Claire Kober resigns over pressure to scupper 6,400-home project
Lendlease’s £2bn housing scheme in Haringey, north London has been thrown into doubt after the council’s leader quit over an escalating row into the project.
Known as the Haringey Development Vehicle (HDV), it is a 50:50 private-public partnership between the council and Lendlease. It is proposed to deliver £2bn of new development – measured in 2015 prices – over the next 15-20 years.
But Claire Kober’s decision to step down at the local elections in May comes after members from Momentum, a left-wing political organisation that is seen as supportive of Jeremy Corbyn, asked Labour’s ruling body, the National Executive Committee (NEC) to intervene in the HDV. The NEC later said the council should abandon the scheme.
Kober confirmed that she will leave a final decision on the stalled project to the next council leader.
In an explosive letter sent to the NEC following her resignation, Kober said that 3,000 families in the borough are in temporary accommodation - among the highest of any London borough - and 9,000 families on the housing waiting list.
“Ideological dogma will do nothing to improve their lives; only a determination to find practical solutions – in partnership with other sectors – offers them any realistic prospect of a better, more secure future.
“For me, the responsibility of political office is to work to improve people’s lives even when that means finding solutions that aren’t always an ideologically comfortable fit. Political issues are rarely binary; solutions are not simply good or bad.
“Political leadership is about setting a vision and working to deliver on it using whatever tools are available. That is how we deliver improved outcomes for the communities that seek to gain most from Labour in government, be that local or national.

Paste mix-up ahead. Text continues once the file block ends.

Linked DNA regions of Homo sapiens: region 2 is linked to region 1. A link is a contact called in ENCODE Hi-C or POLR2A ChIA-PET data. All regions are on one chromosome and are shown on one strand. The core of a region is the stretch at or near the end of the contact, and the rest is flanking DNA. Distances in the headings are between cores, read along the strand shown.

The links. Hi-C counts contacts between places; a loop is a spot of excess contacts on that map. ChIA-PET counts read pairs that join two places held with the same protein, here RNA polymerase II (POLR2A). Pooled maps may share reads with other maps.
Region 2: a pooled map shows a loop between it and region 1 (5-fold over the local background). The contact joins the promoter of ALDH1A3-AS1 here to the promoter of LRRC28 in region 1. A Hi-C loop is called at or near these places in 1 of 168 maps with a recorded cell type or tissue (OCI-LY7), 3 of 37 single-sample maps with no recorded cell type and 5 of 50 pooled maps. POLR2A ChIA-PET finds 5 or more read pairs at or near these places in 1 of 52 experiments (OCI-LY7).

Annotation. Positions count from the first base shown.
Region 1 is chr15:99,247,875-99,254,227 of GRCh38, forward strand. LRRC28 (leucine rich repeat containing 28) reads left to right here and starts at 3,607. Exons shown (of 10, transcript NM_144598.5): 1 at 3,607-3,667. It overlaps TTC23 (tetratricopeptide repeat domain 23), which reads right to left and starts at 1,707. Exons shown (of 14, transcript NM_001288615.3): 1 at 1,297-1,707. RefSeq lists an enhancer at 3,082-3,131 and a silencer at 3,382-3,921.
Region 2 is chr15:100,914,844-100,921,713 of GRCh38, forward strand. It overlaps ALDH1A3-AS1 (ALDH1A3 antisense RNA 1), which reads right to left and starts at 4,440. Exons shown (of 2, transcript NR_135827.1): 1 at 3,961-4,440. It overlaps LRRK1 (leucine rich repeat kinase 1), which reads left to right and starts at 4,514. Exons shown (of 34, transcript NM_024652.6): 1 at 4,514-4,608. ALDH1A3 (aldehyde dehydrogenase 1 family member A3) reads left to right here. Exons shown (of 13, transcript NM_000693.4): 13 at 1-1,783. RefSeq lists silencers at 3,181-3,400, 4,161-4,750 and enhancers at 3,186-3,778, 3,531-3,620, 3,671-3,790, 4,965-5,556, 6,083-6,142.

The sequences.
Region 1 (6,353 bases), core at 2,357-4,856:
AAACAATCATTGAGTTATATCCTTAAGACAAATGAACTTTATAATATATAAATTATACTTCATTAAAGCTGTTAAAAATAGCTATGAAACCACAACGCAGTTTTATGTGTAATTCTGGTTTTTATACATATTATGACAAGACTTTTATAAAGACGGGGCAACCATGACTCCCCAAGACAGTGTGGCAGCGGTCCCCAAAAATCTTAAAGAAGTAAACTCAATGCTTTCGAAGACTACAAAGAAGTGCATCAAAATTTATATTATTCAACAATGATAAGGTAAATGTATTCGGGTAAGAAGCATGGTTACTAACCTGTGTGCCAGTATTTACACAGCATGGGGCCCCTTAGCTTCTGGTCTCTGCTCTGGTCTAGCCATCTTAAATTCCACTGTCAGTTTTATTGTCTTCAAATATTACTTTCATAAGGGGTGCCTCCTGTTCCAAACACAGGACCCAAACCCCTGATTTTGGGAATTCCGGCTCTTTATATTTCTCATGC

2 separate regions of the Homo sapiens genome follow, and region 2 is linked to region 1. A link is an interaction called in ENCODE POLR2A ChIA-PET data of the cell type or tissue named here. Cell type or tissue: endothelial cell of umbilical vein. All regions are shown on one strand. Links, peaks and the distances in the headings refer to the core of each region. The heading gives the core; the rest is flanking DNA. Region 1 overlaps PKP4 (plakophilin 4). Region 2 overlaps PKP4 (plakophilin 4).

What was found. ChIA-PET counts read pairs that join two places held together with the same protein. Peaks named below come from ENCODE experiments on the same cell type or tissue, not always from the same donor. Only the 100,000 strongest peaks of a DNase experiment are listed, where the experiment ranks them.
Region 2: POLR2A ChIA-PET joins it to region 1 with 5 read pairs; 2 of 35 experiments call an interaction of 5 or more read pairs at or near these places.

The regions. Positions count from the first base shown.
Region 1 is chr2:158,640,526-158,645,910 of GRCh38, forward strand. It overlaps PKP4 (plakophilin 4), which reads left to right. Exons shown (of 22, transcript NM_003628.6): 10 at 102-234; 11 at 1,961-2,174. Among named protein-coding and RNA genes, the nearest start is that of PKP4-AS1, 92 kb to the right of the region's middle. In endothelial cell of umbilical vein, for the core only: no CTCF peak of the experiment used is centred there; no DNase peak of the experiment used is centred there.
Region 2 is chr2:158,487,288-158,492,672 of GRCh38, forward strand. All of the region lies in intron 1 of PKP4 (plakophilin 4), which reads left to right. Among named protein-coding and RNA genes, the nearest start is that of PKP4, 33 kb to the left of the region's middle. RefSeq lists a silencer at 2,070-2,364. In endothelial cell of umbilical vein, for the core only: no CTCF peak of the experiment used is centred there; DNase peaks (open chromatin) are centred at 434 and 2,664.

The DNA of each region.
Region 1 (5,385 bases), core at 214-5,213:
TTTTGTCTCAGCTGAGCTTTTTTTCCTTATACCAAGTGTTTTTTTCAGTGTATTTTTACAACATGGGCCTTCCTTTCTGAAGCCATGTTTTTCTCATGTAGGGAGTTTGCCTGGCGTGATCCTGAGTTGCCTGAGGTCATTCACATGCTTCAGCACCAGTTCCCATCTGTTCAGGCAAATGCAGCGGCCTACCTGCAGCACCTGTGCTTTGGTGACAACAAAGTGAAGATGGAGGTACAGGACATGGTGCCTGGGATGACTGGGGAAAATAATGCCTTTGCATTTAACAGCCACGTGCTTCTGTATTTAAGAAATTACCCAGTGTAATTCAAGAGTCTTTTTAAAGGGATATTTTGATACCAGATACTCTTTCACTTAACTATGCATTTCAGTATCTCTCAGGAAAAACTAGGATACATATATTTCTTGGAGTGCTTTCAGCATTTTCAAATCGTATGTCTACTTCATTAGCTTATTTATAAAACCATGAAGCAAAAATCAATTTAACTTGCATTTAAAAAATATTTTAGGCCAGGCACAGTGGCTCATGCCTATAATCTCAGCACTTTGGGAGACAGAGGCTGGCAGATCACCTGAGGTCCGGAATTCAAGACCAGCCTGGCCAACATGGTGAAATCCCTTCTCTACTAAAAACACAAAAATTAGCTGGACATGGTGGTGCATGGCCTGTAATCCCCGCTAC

“The principle of autonomous local government is a cornerstone of our democracy and one I had hoped that the national executive of my party would share. Sadly this appears not to be the case. Directing a Labour Group in this way is not only legally dubious but also democratically unsound.”
Lendlease said in a statement: “We respect the decision announced by Haringey’s leader Claire Kober.
“Lendlease remains committed to the people of Haringey and helping deliver the new homes, infrastructure and community facilities that everyone agrees are much needed. We stand ready to discuss the way forward.”
Haringey council said establishing the HDV remains its agreed approach to “providing much needed homes and jobs on its own land”, with Lendlease remaining its preferred partner.
The row in Haringey escalated in 2016 over the plan to transfer council assets and land into the 50:50 partnership with Lendlease. Campaigners are reportedly outraged, and believe the council is agreeing to privatise its assets and that the regeneration of homes prices out locals.
Those opposing the HDV are undertaking legal proceedings against Haringey council, with the result of a judicial review expected shortly.
During his speech at the Labout party conference last year, Corbyn said too many council regeneration schemes amounted to “forced gentrification and social cleansing”.